Total losses are estimated at approximately $6.8 billion so far. The price tag to rebuild will be particularly high because construction demand is already up from the 2017 wildfires and the strong housing market, leading to increased demand for construction labor and materials. This high price tag translates to greater losses for homeowners and their insurance carriers.
California’s current wildfires are now the most destructive and deadliest on record. From an insurance perspective, the destruction is particularly acute in high-property-value areas like Malibu.
The California wildfires serve as a reminder to policyholders to make sure they’re adequately covered for disaster losses, and to always act proactively to protect their rights after a loss.
Hawaii homeowners who incurred damage or lost their homes entirely now face uncertainty over whether their insurance will cover the damage. The Seattle Times recently interviewed several Hawaii residents who expressed concern over whether they will have any coverage. The eruption has so far destroyed about two dozen homes on Hawaii’s Big Island. Authorities reported about 20 cracks in the ground spewing toxic gas and lava as of Tuesday.
Few insurers write policies covering structures in the area because the U.S. Geological Survey classifies it as a high lava risk. Homeowners may have been able to obtain coverage through the Hawaii Property Insurance Association, a nonprofit insurance group created by the state government to fill the gap in coverage for people living in lava risk areas.
Even people living outside the affected areas are questioning whether their policy covers lava damage. While fire insurance policies may cover lava, homeowner’s policies often have explicit exclusions for lava damage.
This can lead to complex coverage questions: if lava causes a forest fire and the fire, not the lava, burns your house down, can the insurer deny payment based on a lava exclusion? In Washington, the answer’s probably not. Washington applies the “efficient proximate cause” rule that can ultimately require the company to cover a loss if the causal chain of events includes a covered loss, despite the involvement of an excluded cause.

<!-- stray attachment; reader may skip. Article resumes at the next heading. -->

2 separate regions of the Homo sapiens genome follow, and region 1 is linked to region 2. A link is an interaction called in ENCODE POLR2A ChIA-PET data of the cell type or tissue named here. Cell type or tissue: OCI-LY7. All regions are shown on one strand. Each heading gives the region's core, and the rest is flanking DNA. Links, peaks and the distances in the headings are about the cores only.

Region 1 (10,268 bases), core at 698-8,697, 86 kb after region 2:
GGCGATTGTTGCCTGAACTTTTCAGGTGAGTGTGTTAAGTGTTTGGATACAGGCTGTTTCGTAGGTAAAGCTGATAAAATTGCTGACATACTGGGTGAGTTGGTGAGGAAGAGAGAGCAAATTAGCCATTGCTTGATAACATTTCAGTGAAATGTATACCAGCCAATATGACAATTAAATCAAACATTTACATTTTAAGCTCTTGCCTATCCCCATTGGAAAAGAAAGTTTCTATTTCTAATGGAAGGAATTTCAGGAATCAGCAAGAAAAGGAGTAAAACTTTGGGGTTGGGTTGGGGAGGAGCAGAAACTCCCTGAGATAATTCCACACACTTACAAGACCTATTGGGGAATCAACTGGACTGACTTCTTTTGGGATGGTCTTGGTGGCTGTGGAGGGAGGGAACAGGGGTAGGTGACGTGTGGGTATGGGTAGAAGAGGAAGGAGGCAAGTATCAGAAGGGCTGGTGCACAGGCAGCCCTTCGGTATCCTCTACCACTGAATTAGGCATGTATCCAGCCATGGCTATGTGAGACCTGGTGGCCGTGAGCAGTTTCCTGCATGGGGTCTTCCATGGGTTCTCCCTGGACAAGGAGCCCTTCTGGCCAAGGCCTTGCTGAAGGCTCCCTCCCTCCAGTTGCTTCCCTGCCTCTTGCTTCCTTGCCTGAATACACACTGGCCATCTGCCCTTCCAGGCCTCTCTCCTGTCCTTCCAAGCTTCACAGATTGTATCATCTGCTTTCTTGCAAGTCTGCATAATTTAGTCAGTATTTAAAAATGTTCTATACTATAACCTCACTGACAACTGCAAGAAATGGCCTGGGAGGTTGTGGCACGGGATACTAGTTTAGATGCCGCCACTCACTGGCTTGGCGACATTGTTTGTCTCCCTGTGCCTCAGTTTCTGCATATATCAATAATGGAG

Ultimately, insurance coverage issues will cause at-risk homeowners to suffer significant uncertainty in addition to existing concerns about natural disasters.
CBS’ recent investigation found the federal National Flood Insurance Program (“NFIP”), intended to benefit homeowners caught in flood disasters, actually winds up paying most of its money to help insurers avoid paying claims.
The problem is NFIP doesn’t pay flood victims directly. Instead, NFIP collects premiums and taxpayer dollars, then turns the money over to private insurers with minimal oversight. Exacerbating the problem is most homeowners living in federally-designated “flood plains” are legally required to purchase flood coverage (sometimes by the government, sometimes by their mortgage lender).
A 2016 federal oversight report found NFIP often pays insurers more than it pays the homeowners it’s supposed to benefit. The report called out one example in which NFIP paid an insurer over $87,000 to defend a claim worth a maximum of $25,000. The report noted some insurance defense attorneys ran up the bill by, for instance, insisting on live, in-person testimony (typically including legal fees, court reporter fees, travel expenses and a conference room) just to verify receipts. Another problem is NFIP will automatically pay, without scrutiny, any insurer defense “expert” expense as long as it falls below $2,500.
The report emphasized many of these problems plagued the victims of 2012 Superstorm Sandy, which caused extensive flooding in New Jersey and other Mid-Atlantic areas. One estimate suggested Superstorm Sandy flood claims were underpaid by at least $189 million.
Part of the problem is the NFIP is essentially a risk-free investment for participating insurers, because any shortfalls are backed by taxpayer money. But after huge losses following Hurricane Katrina, Congress started to investigate the NFIP’s losses and suggested shuttering the program. That gives insurers in more recent disasters like Superstorm Sandy a huge incentive to lowball claims, keep NFIP’s losses low, and lower the risk Congress acts to reform or deactivate NFIP.